"Dock rat" is a pretty unappealing job title. While it's certainly not as bad as "head receiver," "crack inspector," or "erection supervisor," no one likes being called a rat. But local musician Michael Vermillion has so many duties at Seattle Seaplanes, it's just easier to use "dock rat" as an umbrella. Seattle Seaplanes, which provides aerial tours of Seattle and the surrounding area, is located on South Lake Union. There, Vermillion cleans planes, vacuums their interiors, and removes algae with a pressure washer. He has also patched the wings of a 1940s Stinson. "And I'm the gardener," Vermillion chuckles. "People are always saying the rose bushes look nice, and my boss will say, 'Yeah, our gardener takes care of those.'" Vermillion has been working at Seattle Seaplanes since the breakup of his old band, Vendetta Red, last year. In pursuit of a private pilot's license, he stopped by the place to see if there was a way he could work in exchange for flight time (pilots need a certain amount of hours to obtain a license). The owner, Jim Chrysler, was unsure, but invited Vermillion along on a flight to Kenmore for parts. "When we got back to Seattle, Jim said, 'Why don't you come by tomorrow and we'll see if we can get you a job.'" Since then, Vermillion's been working in exchange for flight time, and now that tourist season has slowed, he'll be allowed to fly the planes when they're available. If Vermillion wanted only to be a pilot, this would be a pretty sweet setup. But considering that he's a solo performer, a member of alt-country band Ghosts I've Met, a DJ at Havana, and a bartender at the Hopvine, Seattle Seaplanes offers the ideal setup for an overextended multitasker. "I come in whenever I want and make my own schedule," he says. "But I'm usually there from noon to 5 p.m."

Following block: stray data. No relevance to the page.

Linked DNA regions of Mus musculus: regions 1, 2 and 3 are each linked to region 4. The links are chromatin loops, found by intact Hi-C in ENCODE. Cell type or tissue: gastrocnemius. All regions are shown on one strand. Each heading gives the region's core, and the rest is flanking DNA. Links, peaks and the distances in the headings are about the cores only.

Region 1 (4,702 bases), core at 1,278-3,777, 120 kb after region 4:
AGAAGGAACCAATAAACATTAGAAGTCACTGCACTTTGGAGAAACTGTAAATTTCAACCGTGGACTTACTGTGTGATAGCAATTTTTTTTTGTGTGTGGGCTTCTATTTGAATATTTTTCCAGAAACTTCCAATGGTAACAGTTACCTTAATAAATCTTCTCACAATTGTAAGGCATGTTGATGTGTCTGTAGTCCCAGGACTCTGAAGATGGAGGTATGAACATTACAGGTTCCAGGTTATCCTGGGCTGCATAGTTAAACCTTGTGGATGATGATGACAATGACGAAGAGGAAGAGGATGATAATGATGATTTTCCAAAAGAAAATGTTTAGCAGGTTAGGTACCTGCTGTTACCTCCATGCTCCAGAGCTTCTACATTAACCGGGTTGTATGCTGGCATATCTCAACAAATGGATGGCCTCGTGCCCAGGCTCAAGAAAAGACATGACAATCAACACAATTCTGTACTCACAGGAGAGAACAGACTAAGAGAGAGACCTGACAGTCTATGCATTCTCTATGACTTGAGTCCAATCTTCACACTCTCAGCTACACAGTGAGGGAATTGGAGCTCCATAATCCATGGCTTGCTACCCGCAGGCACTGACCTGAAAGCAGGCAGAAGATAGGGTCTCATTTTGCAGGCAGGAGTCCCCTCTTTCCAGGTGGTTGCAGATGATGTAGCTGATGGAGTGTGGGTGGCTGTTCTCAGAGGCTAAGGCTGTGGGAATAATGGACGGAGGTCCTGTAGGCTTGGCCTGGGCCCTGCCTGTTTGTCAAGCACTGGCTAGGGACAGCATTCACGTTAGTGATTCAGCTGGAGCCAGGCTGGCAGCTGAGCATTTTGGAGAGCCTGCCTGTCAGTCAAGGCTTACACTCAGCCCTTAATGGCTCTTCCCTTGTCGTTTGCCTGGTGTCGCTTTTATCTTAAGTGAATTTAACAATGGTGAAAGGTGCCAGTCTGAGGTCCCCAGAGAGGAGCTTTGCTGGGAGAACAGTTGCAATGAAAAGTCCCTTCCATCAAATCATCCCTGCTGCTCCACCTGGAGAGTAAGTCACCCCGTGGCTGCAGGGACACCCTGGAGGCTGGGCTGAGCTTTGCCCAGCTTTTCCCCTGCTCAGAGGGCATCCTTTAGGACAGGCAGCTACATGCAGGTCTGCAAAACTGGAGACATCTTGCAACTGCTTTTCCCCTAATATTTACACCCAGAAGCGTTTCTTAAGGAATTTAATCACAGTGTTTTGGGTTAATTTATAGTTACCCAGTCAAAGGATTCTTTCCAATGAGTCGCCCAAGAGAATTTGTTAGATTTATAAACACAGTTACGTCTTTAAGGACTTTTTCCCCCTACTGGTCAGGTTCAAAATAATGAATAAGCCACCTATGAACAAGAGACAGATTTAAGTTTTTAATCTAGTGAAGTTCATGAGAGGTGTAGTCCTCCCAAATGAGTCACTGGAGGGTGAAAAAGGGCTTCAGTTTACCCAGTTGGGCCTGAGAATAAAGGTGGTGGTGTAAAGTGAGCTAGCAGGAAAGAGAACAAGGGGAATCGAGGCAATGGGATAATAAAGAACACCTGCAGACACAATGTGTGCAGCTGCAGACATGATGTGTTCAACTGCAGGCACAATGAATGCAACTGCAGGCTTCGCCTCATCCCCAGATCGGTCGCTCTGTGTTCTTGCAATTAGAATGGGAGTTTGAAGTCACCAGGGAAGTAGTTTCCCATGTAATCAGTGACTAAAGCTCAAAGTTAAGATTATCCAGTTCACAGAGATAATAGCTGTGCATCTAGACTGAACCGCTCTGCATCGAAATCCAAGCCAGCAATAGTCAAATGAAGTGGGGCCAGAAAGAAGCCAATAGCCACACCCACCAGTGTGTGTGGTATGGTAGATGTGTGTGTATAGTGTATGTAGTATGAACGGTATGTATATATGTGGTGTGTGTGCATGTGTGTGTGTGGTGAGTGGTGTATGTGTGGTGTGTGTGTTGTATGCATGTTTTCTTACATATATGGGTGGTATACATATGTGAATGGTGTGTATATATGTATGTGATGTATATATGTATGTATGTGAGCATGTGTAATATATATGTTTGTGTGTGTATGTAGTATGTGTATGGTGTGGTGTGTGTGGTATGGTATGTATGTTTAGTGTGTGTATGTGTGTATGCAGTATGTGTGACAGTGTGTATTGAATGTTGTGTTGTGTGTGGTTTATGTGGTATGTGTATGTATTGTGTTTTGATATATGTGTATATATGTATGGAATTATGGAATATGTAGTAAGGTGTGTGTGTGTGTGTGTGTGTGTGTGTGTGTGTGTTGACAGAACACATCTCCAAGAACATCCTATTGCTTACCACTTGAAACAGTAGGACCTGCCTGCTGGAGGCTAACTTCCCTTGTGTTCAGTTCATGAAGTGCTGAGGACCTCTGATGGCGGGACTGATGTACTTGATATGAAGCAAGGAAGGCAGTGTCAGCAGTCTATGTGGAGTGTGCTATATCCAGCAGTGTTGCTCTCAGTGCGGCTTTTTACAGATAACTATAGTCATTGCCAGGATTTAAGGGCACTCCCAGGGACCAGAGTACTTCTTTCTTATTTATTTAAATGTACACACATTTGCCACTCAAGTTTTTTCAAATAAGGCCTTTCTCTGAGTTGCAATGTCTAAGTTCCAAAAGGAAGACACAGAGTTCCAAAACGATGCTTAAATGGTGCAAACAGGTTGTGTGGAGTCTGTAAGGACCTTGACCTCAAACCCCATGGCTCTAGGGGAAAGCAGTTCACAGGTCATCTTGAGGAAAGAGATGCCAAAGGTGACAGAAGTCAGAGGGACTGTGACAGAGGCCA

Day Job is a look at how musicians pay the rent.